“Once Mo had closed the gates, he returned to his little stone hut, and his half-eaten sandwich of butter and canned sardines, and his mug of thick hot chocolate, which every night he poured carefully into a thermos labeled COFFEE.”
Lauren Oliver, Liesl & Po
“Are you sure you can't dematerialize? Not even a little?"
"I'm sure.”
Lauren Oliver, Liesl & Po
“All at once the hard, cold earth seemed to explode. The brown surface of the world dissolved and in its place was an impossible, an inconceivable, an unbelievable profusion of color: green grass and purple and red flowers; sprays of lily; white baby's breath that covered the hills; nodding fields of bright yellow daffodils; rich purple moss. The trees burst forth with new leaves. The weeping willow tree was a mass of tiny pale green leaves, thousands of them, which whispered and sighed together as the wind moved through its branches. There were fat heads of lettuce in the fields, and cucumbers lying like jewels among them, and enormous red tomatoes surrounded by thick, knotted vines.

And for the first time in 1,728 days, the clouds broke apart and there was dazzling blue sky, and light beyond what anyone could remember.

The sun had come out at last.”
Lauren Oliver, Liesl & Po
“Nothing in the world is ever really nothing, and everything is possible in some way...”
Lauren Oliver, Liesl & Po
“It was as though the darkness was a sheet of raw cookie dough and someone had just taken a cookie cutter and made a child-sized shape out of it.”
Lauren Oliver, Liesl & Po
“Are you a girl or a boy?' Liesl was wearing the same thin nightshirt she had been wearing since Tuesday, when her father died, and it occurred to her that if the ghost was a boy, she should cover up.
'Neither,' the ghost replied.
Liesel was startled. 'You have to be one or the other.'
'I don't have to be anything,' the ghost replied, sounding irritated. 'I am what I am and that's all. Things are different on the Other Side, you know. Things are... blurrier.”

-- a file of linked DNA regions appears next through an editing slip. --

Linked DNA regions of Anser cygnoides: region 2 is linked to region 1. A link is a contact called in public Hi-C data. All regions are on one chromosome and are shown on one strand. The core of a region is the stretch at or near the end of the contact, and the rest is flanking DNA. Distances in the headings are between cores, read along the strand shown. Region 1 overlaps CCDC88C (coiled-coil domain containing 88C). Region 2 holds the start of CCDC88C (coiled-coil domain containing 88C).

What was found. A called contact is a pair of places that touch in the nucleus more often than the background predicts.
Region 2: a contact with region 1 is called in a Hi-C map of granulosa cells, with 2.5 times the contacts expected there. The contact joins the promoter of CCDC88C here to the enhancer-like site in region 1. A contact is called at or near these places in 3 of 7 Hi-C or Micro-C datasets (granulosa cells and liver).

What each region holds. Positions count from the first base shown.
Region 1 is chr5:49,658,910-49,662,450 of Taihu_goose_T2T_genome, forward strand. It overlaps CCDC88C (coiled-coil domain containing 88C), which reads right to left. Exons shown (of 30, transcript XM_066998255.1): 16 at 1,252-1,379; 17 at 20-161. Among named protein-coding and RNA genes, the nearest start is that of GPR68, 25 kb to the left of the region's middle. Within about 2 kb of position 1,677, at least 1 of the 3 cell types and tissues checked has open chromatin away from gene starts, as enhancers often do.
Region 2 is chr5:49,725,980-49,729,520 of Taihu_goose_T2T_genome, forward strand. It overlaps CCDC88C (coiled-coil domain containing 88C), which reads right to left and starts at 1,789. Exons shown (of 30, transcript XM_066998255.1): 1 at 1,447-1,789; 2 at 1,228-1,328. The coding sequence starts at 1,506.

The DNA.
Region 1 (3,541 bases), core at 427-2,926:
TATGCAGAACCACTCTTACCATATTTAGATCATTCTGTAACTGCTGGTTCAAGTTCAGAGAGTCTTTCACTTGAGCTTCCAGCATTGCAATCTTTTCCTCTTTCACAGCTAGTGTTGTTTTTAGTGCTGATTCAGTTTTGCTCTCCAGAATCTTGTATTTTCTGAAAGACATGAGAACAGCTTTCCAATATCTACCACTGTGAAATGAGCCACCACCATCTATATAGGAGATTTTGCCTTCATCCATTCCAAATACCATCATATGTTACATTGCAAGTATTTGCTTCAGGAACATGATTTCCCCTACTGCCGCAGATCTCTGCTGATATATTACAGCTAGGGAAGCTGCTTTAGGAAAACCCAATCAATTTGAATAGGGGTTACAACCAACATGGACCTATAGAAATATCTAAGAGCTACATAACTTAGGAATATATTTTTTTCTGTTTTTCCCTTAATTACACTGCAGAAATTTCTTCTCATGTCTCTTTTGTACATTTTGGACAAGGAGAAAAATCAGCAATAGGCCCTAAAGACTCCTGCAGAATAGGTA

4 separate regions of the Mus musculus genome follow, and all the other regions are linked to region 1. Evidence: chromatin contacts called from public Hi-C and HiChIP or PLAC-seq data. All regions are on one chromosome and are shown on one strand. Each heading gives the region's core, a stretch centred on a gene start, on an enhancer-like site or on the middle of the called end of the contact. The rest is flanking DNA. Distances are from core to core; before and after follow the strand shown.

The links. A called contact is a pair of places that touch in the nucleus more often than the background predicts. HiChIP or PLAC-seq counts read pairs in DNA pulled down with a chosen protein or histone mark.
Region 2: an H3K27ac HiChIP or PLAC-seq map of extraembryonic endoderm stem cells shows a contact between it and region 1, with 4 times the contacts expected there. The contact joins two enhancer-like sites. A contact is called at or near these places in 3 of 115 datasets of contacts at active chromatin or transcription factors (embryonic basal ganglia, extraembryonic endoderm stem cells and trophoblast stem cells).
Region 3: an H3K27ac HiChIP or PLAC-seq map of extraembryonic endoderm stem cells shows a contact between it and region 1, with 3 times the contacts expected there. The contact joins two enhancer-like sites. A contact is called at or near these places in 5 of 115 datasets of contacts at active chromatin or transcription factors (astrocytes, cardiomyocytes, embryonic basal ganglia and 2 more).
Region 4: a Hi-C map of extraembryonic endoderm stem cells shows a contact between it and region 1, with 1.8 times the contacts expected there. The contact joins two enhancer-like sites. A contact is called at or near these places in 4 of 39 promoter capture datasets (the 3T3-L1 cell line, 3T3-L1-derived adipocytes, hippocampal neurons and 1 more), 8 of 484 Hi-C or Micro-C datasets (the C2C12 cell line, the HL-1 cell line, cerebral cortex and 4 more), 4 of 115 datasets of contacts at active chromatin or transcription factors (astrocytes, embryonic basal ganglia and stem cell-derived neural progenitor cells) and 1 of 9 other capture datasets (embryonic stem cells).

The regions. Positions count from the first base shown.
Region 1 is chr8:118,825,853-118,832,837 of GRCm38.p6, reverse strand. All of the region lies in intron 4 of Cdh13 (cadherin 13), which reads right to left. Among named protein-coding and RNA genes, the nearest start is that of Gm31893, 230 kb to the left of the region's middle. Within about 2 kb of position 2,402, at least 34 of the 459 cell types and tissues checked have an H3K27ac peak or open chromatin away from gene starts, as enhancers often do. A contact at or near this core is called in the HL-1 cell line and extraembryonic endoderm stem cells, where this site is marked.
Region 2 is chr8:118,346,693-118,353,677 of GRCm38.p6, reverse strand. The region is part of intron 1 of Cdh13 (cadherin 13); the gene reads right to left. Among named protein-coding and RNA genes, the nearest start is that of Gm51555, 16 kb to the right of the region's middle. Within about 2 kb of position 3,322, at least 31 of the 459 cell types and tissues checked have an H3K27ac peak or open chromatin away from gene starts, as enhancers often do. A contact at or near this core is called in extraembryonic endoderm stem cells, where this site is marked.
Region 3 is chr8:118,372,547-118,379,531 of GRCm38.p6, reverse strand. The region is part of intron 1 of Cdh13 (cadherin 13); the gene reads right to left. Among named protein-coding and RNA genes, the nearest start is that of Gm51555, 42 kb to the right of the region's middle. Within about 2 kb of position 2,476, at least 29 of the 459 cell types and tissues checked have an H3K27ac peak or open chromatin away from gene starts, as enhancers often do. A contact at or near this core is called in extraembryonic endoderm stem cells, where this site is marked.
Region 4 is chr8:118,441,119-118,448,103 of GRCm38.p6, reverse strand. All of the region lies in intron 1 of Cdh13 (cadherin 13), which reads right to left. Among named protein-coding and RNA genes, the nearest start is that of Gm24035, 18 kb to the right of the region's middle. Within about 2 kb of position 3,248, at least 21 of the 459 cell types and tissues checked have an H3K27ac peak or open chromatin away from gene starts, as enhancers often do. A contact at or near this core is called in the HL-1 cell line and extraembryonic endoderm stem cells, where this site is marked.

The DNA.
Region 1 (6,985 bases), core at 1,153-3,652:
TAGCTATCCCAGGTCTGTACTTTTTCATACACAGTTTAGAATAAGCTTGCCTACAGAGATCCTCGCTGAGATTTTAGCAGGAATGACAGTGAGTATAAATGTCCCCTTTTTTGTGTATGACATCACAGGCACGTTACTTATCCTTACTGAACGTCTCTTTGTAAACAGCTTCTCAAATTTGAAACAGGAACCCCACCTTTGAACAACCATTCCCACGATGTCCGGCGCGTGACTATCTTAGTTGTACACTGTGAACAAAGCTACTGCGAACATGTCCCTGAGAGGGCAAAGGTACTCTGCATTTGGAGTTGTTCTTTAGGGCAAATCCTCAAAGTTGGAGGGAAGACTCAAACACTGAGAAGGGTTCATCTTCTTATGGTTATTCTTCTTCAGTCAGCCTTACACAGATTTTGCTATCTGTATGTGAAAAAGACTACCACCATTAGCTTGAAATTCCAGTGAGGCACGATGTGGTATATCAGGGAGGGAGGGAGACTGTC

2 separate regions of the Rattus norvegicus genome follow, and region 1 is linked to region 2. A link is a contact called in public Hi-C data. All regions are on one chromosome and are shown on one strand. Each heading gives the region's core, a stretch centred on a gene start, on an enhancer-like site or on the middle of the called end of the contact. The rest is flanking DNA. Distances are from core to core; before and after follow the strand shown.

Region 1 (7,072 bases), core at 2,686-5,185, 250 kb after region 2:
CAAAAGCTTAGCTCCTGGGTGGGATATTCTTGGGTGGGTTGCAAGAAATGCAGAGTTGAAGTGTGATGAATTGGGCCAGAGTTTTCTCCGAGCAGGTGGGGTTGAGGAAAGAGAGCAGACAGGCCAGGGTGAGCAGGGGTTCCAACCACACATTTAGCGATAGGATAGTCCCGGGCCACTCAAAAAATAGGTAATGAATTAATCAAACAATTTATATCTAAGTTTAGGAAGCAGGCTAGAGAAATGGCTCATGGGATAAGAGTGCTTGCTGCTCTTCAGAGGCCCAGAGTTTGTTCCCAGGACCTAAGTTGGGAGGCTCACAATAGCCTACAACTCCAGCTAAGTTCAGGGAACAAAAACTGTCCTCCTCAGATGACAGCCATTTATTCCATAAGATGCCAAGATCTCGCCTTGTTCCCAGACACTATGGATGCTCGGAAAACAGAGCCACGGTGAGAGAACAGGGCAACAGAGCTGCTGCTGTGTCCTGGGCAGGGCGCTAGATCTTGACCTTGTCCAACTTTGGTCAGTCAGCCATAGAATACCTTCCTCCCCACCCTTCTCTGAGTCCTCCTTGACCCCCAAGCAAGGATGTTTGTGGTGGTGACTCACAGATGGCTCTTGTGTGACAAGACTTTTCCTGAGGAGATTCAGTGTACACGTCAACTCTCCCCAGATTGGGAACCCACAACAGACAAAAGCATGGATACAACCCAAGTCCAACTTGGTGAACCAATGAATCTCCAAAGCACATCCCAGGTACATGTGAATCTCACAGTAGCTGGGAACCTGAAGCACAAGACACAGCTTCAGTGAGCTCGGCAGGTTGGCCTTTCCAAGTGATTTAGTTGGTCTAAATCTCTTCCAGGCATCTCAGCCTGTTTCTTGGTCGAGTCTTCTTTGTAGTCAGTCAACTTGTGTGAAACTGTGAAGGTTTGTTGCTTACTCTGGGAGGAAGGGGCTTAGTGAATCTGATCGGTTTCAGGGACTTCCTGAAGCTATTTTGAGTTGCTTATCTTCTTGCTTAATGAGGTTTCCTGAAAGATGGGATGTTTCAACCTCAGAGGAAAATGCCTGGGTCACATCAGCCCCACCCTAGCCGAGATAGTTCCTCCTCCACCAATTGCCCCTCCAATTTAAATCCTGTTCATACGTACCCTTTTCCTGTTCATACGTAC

Lauren Oliver, Liesl & Po
“... he had never once been frightened of a living one before. They were too fragile, too easily broken and dismantled: They had bones that broke and skin that tore and hearts that gave up with a sigh and rolled over.”
Lauren Oliver, Liesl & Po
“. . . Liesl & Po is the embodiment of what writing has always been for me at its purest and most basic - not a paycheck, certainly; not an idea, even; and not an escape. Actually, it is the opposite of an escape; it is a way back in, a way to enter and make sense of a world that occasionally seems harsh and terrible and mystifying,
And, of course, it is a way of finding a happy ending - even, or especially, when the happy ending is denied me in real life. Let it be an escape for its readers. For me, it is a way of not letting go.”
Lauren Oliver, Liesl & Po
“He was an orphan, taken on by the alchemist to be little better than a slave. Will had never, not once, had anywhere to go--not really.
He realized this for the first time as he was crouching in the alleyway, but the realization, instead of making him feel unhappy, made him feel strangely free. It was like walking into a room and hearing everyone go silent and knowing yes, it was true, they *were* all talking about you; and they had been saying that your feet smelled like rotten fish; but also that you didn't care.”
Lauren Oliver, Liesl & Po
“But that wasn't why the boy, whose name was Will but who also answered to "Useless" and "Hopeless" and "Snot-Face" and "Sniveler" (at least when the alchemist was the one calling to him), felt sorry for himself.”
Lauren Oliver, Liesl & Po
“The guard's name was Mo, short for Molasses, as in slow as molasses or thick as molasses. The nickname had been his since he was so young he no longer remembered what his real name was. ANd it was true that from his earliest infancy, although his heart was as big and as warm and as generous as an open hand, his brain had seemed just a tiny bit small.”
Lauren Oliver, Liesl & Po
“Liesl knew then that Po had been lying. The ghost did miss the living side. She understood then, too, that everyone drowns differently; and that for everyone, even ghosts, there is a different kind of air.”
Lauren Oliver, Liesl & Po
“The house, the pond, the tree—it was all both overwhelmingly familiar and different from what she remembered—smaller and shabbier, somehow. It was like waking up to find that your reflection in the mirror had aged overnight, or had sprouted a new mole: You were forced to admit that things changed, whether you gave them permission to or not.”
Lauren Oliver, Liesl & Po
tags: change

« previous 1